Monday, April 15, 2019

The Self-Made Myth


“I’ve been on food stamps and welfare. Did anybody help me out? No, No.” Craig T. Nelson, actor

Americans love their Horatio Alger stories. Written in the late 19th century, these are the stories of the singular individual overcoming obstacles, surmounting disadvantages, often from lowly beginnings, toiling out of view, yet rising to personal accomplishments and success. These multiple stories came to serve as inspirational motivators and icons embedded in our shared cultural framework. The lonely western cowboy standing watch over his herd; the Mercury astronaut circling the globe; the tinkerer crafting revolutionary inventions in his/her garage; the unseen student studying in the library to earn that elusive scholarship. “Pulling one up by their bootstraps” is the opportunity that still lives proudly in America.

Persons who succeed beyond their starting point, who contribute significantly to the betterment of their community, that advance through hard work performed within an ethical focus, are certainly worthy of admiration. But to say that that person is “self-made,” that s/he did it “all on my own,” is not only false in every case, but is also dangerous. Dangerous to the individual; dangerous to the community in which s/he lives.

It may sometimes seem that some of our good fortune is simply an “accident” of time, place and circumstances (although spiritually we might question how much the Universe may have had a hand in our outcomes). In these instances, the accomplishment appears to be an in-the-moment event to which it was necessary for one to be responsive.

Yet in most circumstances, our seemingly singular accomplishments are the direct outcome of the relationships and interactions that others have had with us over the course of our lifetime. When we stop and examine the people and events of our life that brought us to this place we now occupy (mentally and physically), we no longer see it as a series of isolated events. Events that are unconnected to each other, distracting us into unexpected and/or undesirable side ventures. Rather, these events and people – of a forgettable instant or a lifetime memory – all served to put us on that path, to open the doors that showed the way. Charles Lindberg flying solo across the Atlantic in his small, single-prop plane “The Spirit Of St. Louis”; John Glen circling the globe alone in his space capsule; Thomas Edison toiling solitarily in his lab trying over and over again to find just the right element to realize his idea of an “electric light” – each had legions of people that brought them to that moment or stood in support of their unique endeavor.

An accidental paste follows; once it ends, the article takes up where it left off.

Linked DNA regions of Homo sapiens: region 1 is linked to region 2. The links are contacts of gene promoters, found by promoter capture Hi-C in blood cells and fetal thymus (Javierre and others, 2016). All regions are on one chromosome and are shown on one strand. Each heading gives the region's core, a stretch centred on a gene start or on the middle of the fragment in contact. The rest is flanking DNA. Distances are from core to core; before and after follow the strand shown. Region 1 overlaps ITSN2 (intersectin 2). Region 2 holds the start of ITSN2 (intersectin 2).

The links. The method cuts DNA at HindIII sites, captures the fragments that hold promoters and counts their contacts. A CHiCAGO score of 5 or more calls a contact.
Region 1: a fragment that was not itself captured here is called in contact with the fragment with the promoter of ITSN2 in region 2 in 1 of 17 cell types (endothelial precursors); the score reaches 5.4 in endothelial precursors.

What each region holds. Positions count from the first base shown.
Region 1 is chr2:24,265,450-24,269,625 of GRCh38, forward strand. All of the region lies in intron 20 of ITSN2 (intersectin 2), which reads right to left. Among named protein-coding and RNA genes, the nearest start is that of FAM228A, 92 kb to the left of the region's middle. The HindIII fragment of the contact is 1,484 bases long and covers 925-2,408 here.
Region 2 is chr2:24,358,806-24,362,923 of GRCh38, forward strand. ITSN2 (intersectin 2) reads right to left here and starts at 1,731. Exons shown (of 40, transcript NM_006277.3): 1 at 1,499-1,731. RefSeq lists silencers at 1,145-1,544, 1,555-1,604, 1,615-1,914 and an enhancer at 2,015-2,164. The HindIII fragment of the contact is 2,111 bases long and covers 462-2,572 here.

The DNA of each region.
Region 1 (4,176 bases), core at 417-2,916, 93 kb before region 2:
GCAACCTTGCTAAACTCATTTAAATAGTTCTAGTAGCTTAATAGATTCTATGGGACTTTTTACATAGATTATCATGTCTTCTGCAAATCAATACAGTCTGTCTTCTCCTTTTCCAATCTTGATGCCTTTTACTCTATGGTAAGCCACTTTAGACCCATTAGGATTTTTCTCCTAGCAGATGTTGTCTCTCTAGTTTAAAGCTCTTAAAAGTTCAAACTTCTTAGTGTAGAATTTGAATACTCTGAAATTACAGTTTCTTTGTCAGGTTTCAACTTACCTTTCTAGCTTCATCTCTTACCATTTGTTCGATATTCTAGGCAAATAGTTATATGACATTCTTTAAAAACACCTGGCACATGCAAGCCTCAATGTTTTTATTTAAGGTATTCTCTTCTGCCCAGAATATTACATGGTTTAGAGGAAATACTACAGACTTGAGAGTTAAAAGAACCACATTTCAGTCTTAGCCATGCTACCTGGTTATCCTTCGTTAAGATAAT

One of the early lessons in our career life is the discovery that almost no one “gets ahead” on his/her own. Simply being “head down” in the workplace, producing good quality work, rarely by itself moves one to that next step of opportunity. It is from being noticed for that work that doors begin to open, opened by someone who decided to take interest in our skills, our situation, our as-yet unfilled promise. Someone who possibly saw more in us than we saw in ourselves.

Perhaps that someone gave us part of our education. Or financing to start our new venture. Or promoted us into a position of greater responsibility and visibility. We may aspire to be a CEO of a major business. Yet in truth that CEO sitting in a corner office on the top floor is charged only with a) making certain strategic decisions, and b) hiring the “right people” to carry out those decisions. It is the person at the cash register in the local store, the receptionist answering the phone, the salesperson who knocks on a buyer’s door, the shop floor worker who assembles the product, the truck driver who delivers the product, and the construction worker who built the roads those trucks drive over – these are the people who determine whether the CEO’s decisions are successful or not.

We are certainly entitled to pat ourselves on the back for any hard work, dedication, and creativity we have contributed to “our” accomplishment. To have been one of those who sought to lead our life rather than react passively to it. But our contribution is given alongside all the other contributors that ultimately dictate our life’s outcome. In humility, we remember that our self-made life is, in fact, created through the supportive efforts of many sharing, collective selves. Including those people unseen and unknown to us that were willing to provide us with food stamps and welfare checks when we may have needed them.

“When you drink the water, remember who dug the well.”  Zen saying

©  2019   Randy Bell                https://www.OurSpiritualWay.blogspot.com